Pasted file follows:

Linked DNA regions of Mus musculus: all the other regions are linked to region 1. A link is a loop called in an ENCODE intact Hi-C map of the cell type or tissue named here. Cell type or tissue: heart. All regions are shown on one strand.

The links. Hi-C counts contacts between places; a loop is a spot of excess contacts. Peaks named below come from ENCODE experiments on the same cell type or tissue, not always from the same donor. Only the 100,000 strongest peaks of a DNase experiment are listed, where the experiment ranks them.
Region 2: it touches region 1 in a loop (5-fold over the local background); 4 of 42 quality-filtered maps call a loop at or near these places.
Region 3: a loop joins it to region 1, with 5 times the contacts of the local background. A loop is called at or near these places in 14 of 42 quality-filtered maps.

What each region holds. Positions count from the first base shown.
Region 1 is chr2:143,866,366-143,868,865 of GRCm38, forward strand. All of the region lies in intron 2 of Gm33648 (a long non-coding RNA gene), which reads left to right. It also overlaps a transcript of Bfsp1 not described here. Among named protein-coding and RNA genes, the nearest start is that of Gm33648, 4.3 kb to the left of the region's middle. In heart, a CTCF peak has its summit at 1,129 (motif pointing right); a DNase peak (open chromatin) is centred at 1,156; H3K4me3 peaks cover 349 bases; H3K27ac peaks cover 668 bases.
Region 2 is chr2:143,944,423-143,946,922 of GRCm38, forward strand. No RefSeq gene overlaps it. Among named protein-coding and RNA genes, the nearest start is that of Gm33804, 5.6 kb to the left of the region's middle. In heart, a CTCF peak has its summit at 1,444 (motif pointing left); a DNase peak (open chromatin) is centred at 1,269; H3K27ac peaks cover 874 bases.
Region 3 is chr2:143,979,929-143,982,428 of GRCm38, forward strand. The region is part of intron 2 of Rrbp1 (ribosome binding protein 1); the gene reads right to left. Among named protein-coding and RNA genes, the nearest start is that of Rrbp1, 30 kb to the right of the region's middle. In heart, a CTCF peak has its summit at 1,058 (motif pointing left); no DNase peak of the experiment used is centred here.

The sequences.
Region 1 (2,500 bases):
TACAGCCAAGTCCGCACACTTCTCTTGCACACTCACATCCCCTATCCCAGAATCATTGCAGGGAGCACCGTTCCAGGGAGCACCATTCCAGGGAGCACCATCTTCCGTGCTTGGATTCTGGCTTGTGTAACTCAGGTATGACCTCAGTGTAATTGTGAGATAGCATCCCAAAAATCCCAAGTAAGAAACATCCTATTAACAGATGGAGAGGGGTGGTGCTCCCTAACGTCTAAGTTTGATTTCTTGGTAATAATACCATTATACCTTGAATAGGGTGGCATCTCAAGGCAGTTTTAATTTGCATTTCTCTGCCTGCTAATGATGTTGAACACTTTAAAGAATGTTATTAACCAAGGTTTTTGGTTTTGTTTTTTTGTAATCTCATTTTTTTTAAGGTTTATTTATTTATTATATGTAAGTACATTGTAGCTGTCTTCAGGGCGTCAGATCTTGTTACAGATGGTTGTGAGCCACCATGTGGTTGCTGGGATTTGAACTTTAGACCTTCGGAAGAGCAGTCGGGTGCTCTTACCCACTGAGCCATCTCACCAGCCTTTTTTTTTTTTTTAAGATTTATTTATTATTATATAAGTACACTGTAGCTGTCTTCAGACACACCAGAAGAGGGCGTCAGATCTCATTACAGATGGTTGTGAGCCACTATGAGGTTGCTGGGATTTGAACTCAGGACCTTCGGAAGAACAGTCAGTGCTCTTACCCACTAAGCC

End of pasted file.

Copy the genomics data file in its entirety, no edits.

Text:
Linked DNA regions of Mus musculus: all the other regions are linked to region 1. A link is a loop called in an ENCODE intact Hi-C map of the cell type or tissue named here. Cell type or tissue: heart. All regions are shown on one strand.

The links. Hi-C counts contacts between places; a loop is a spot of excess contacts. Peaks named below come from ENCODE experiments on the same cell type or tissue, not always from the same donor. Only the 100,000 strongest peaks of a DNase experiment are listed, where the experiment ranks them.
Region 2: it touches region 1 in a loop (5-fold over the local background); 4 of 42 quality-filtered maps call a loop at or near these places.
Region 3: a loop joins it to region 1, with 5 times the contacts of the local background. A loop is called at or near these places in 14 of 42 quality-filtered maps.

What each region holds. Positions count from the first base shown.
Region 1 is chr2:143,866,366-143,868,865 of GRCm38, forward strand. All of the region lies in intron 2 of Gm33648 (a long non-coding RNA gene), which reads left to right. It also overlaps a transcript of Bfsp1 not described here. Among named protein-coding and RNA genes, the nearest start is that of Gm33648, 4.3 kb to the left of the region's middle. In heart, a CTCF peak has its summit at 1,129 (motif pointing right); a DNase peak (open chromatin) is centred at 1,156; H3K4me3 peaks cover 349 bases; H3K27ac peaks cover 668 bases.
Region 2 is chr2:143,944,423-143,946,922 of GRCm38, forward strand. No RefSeq gene overlaps it. Among named protein-coding and RNA genes, the nearest start is that of Gm33804, 5.6 kb to the left of the region's middle. In heart, a CTCF peak has its summit at 1,444 (motif pointing left); a DNase peak (open chromatin) is centred at 1,269; H3K27ac peaks cover 874 bases.
Region 3 is chr2:143,979,929-143,982,428 of GRCm38, forward strand. The region is part of intron 2 of Rrbp1 (ribosome binding protein 1); the gene reads right to left. Among named protein-coding and RNA genes, the nearest start is that of Rrbp1, 30 kb to the right of the region's middle. In heart, a CTCF peak has its summit at 1,058 (motif pointing left); no DNase peak of the experiment used is centred here.

The sequences.
Region 1 (2,500 bases):
TACAGCCAAGTCCGCACACTTCTCTTGCACACTCACATCCCCTATCCCAGAATCATTGCAGGGAGCACCGTTCCAGGGAGCACCATTCCAGGGAGCACCATCTTCCGTGCTTGGATTCTGGCTTGTGTAACTCAGGTATGACCTCAGTGTAATTGTGAGATAGCATCCCAAAAATCCCAAGTAAGAAACATCCTATTAACAGATGGAGAGGGGTGGTGCTCCCTAACGTCTAAGTTTGATTTCTTGGTAATAATACCATTATACCTTGAATAGGGTGGCATCTCAAGGCAGTTTTAATTTGCATTTCTCTGCCTGCTAATGATGTTGAACACTTTAAAGAATGTTATTAACCAAGGTTTTTGGTTTTGTTTTTTTGTAATCTCATTTTTTTTAAGGTTTATTTATTTATTATATGTAAGTACATTGTAGCTGTCTTCAGGGCGTCAGATCTTGTTACAGATGGTTGTGAGCCACCATGTGGTTGCTGGGATTTGAACTTTAGACCTTCGGAAGAGCAGTCGGGTGCTCTTACCCACTGAGCCATCTCACCAGCCTTTTTTTTTTTTTTAAGATTTATTTATTATTATATAAGTACACTGTAGCTGTCTTCAGACACACCAGAAGAGGGCGTCAGATCTCATTACAGATGGTTGTGAGCCACTATGAGGTTGCTGGGATTTGAACTCAGGACCTTCGGAAGAACAGTCAGTGCTCTTACCCACTAAGCC